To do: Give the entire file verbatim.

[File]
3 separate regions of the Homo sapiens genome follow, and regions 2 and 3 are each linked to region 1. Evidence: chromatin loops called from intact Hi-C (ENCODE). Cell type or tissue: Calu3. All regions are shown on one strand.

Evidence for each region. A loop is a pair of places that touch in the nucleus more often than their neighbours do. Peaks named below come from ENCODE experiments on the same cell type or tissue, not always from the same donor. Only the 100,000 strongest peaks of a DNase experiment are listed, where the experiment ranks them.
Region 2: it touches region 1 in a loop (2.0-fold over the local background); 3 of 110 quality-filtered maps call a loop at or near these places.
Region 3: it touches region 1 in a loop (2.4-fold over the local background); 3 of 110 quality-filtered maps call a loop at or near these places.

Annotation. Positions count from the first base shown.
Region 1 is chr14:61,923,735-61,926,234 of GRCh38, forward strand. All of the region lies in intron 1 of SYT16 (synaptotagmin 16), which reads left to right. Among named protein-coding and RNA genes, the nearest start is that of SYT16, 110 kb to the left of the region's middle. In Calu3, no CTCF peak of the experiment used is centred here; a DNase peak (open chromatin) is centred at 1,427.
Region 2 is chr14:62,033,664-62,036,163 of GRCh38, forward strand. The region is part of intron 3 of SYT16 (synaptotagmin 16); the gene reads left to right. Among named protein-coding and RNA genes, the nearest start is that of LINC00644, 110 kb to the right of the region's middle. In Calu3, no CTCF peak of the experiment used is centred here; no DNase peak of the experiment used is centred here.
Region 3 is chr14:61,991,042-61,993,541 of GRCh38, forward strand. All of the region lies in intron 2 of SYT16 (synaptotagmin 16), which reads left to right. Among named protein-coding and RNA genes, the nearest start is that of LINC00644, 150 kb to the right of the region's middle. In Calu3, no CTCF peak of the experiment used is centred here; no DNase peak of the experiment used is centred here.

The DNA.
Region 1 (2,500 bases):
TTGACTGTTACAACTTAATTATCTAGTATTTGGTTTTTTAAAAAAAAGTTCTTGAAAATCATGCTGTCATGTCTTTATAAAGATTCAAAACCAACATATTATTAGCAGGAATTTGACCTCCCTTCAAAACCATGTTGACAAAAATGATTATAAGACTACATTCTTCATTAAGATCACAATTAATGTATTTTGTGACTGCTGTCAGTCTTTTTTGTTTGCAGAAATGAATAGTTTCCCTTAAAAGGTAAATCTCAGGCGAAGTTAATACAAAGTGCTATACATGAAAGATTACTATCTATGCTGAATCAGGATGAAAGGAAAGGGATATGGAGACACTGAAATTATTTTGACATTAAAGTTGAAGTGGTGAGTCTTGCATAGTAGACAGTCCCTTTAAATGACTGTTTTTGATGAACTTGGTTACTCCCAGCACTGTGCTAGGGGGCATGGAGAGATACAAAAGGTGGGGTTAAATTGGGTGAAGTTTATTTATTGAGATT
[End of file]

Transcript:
3 separate regions of the Homo sapiens genome follow, and regions 2 and 3 are each linked to region 1. Evidence: chromatin loops called from intact Hi-C (ENCODE). Cell type or tissue: Calu3. All regions are shown on one strand.

Evidence for each region. A loop is a pair of places that touch in the nucleus more often than their neighbours do. Peaks named below come from ENCODE experiments on the same cell type or tissue, not always from the same donor. Only the 100,000 strongest peaks of a DNase experiment are listed, where the experiment ranks them.
Region 2: it touches region 1 in a loop (2.0-fold over the local background); 3 of 110 quality-filtered maps call a loop at or near these places.
Region 3: it touches region 1 in a loop (2.4-fold over the local background); 3 of 110 quality-filtered maps call a loop at or near these places.

Annotation. Positions count from the first base shown.
Region 1 is chr14:61,923,735-61,926,234 of GRCh38, forward strand. All of the region lies in intron 1 of SYT16 (synaptotagmin 16), which reads left to right. Among named protein-coding and RNA genes, the nearest start is that of SYT16, 110 kb to the left of the region's middle. In Calu3, no CTCF peak of the experiment used is centred here; a DNase peak (open chromatin) is centred at 1,427.
Region 2 is chr14:62,033,664-62,036,163 of GRCh38, forward strand. The region is part of intron 3 of SYT16 (synaptotagmin 16); the gene reads left to right. Among named protein-coding and RNA genes, the nearest start is that of LINC00644, 110 kb to the right of the region's middle. In Calu3, no CTCF peak of the experiment used is centred here; no DNase peak of the experiment used is centred here.
Region 3 is chr14:61,991,042-61,993,541 of GRCh38, forward strand. All of the region lies in intron 2 of SYT16 (synaptotagmin 16), which reads left to right. Among named protein-coding and RNA genes, the nearest start is that of LINC00644, 150 kb to the right of the region's middle. In Calu3, no CTCF peak of the experiment used is centred here; no DNase peak of the experiment used is centred here.

The DNA.
Region 1 (2,500 bases):
TTGACTGTTACAACTTAATTATCTAGTATTTGGTTTTTTAAAAAAAAGTTCTTGAAAATCATGCTGTCATGTCTTTATAAAGATTCAAAACCAACATATTATTAGCAGGAATTTGACCTCCCTTCAAAACCATGTTGACAAAAATGATTATAAGACTACATTCTTCATTAAGATCACAATTAATGTATTTTGTGACTGCTGTCAGTCTTTTTTGTTTGCAGAAATGAATAGTTTCCCTTAAAAGGTAAATCTCAGGCGAAGTTAATACAAAGTGCTATACATGAAAGATTACTATCTATGCTGAATCAGGATGAAAGGAAAGGGATATGGAGACACTGAAATTATTTTGACATTAAAGTTGAAGTGGTGAGTCTTGCATAGTAGACAGTCCCTTTAAATGACTGTTTTTGATGAACTTGGTTACTCCCAGCACTGTGCTAGGGGGCATGGAGAGATACAAAAGGTGGGGTTAAATTGGGTGAAGTTTATTTATTGAGATT